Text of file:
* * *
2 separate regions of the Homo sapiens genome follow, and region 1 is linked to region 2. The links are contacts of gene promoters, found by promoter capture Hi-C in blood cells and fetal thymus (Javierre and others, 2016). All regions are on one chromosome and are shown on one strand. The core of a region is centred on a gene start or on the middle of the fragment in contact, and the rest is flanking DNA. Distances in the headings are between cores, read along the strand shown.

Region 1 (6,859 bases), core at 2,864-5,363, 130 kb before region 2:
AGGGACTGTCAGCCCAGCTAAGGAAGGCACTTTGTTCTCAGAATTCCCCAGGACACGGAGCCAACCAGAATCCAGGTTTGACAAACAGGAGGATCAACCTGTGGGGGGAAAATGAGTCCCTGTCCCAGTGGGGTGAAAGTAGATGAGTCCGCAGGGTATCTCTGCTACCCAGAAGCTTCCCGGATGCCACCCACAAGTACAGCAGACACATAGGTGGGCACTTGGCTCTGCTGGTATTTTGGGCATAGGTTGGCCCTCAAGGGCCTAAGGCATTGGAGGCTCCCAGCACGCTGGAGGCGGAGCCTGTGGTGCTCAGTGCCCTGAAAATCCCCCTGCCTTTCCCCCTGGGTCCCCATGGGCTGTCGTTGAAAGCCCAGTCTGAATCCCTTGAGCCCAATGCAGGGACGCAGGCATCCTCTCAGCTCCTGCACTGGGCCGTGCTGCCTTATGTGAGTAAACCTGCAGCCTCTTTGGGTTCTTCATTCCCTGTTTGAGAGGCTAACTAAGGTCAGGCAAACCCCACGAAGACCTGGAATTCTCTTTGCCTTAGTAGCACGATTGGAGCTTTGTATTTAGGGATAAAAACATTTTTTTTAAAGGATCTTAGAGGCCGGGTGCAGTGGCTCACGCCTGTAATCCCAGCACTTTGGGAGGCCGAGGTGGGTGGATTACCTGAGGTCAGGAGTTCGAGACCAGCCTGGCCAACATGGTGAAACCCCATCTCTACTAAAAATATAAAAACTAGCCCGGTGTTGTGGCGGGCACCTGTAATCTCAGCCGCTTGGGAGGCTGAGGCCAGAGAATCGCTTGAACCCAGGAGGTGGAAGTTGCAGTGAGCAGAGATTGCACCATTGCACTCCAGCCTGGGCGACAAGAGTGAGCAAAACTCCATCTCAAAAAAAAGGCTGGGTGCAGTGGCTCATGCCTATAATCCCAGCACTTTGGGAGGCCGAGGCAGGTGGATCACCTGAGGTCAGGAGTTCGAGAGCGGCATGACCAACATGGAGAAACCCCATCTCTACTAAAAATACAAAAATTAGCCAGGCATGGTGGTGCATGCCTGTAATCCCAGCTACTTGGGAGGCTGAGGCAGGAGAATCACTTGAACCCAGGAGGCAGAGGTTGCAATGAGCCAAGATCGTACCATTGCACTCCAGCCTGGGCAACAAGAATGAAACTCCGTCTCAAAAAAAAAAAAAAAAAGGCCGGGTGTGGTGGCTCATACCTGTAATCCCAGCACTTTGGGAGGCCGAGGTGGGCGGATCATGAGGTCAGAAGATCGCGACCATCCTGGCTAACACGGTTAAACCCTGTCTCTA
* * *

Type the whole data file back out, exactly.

2 separate regions of the Homo sapiens genome follow, and region 1 is linked to region 2. The links are contacts of gene promoters, found by promoter capture Hi-C in blood cells and fetal thymus (Javierre and others, 2016). All regions are on one chromosome and are shown on one strand. The core of a region is centred on a gene start or on the middle of the fragment in contact, and the rest is flanking DNA. Distances in the headings are between cores, read along the strand shown.

Region 1 (6,859 bases), core at 2,864-5,363, 130 kb before region 2:
AGGGACTGTCAGCCCAGCTAAGGAAGGCACTTTGTTCTCAGAATTCCCCAGGACACGGAGCCAACCAGAATCCAGGTTTGACAAACAGGAGGATCAACCTGTGGGGGGAAAATGAGTCCCTGTCCCAGTGGGGTGAAAGTAGATGAGTCCGCAGGGTATCTCTGCTACCCAGAAGCTTCCCGGATGCCACCCACAAGTACAGCAGACACATAGGTGGGCACTTGGCTCTGCTGGTATTTTGGGCATAGGTTGGCCCTCAAGGGCCTAAGGCATTGGAGGCTCCCAGCACGCTGGAGGCGGAGCCTGTGGTGCTCAGTGCCCTGAAAATCCCCCTGCCTTTCCCCCTGGGTCCCCATGGGCTGTCGTTGAAAGCCCAGTCTGAATCCCTTGAGCCCAATGCAGGGACGCAGGCATCCTCTCAGCTCCTGCACTGGGCCGTGCTGCCTTATGTGAGTAAACCTGCAGCCTCTTTGGGTTCTTCATTCCCTGTTTGAGAGGCTAACTAAGGTCAGGCAAACCCCACGAAGACCTGGAATTCTCTTTGCCTTAGTAGCACGATTGGAGCTTTGTATTTAGGGATAAAAACATTTTTTTTAAAGGATCTTAGAGGCCGGGTGCAGTGGCTCACGCCTGTAATCCCAGCACTTTGGGAGGCCGAGGTGGGTGGATTACCTGAGGTCAGGAGTTCGAGACCAGCCTGGCCAACATGGTGAAACCCCATCTCTACTAAAAATATAAAAACTAGCCCGGTGTTGTGGCGGGCACCTGTAATCTCAGCCGCTTGGGAGGCTGAGGCCAGAGAATCGCTTGAACCCAGGAGGTGGAAGTTGCAGTGAGCAGAGATTGCACCATTGCACTCCAGCCTGGGCGACAAGAGTGAGCAAAACTCCATCTCAAAAAAAAGGCTGGGTGCAGTGGCTCATGCCTATAATCCCAGCACTTTGGGAGGCCGAGGCAGGTGGATCACCTGAGGTCAGGAGTTCGAGAGCGGCATGACCAACATGGAGAAACCCCATCTCTACTAAAAATACAAAAATTAGCCAGGCATGGTGGTGCATGCCTGTAATCCCAGCTACTTGGGAGGCTGAGGCAGGAGAATCACTTGAACCCAGGAGGCAGAGGTTGCAATGAGCCAAGATCGTACCATTGCACTCCAGCCTGGGCAACAAGAATGAAACTCCGTCTCAAAAAAAAAAAAAAAAAGGCCGGGTGTGGTGGCTCATACCTGTAATCCCAGCACTTTGGGAGGCCGAGGTGGGCGGATCATGAGGTCAGAAGATCGCGACCATCCTGGCTAACACGGTTAAACCCTGTCTCTA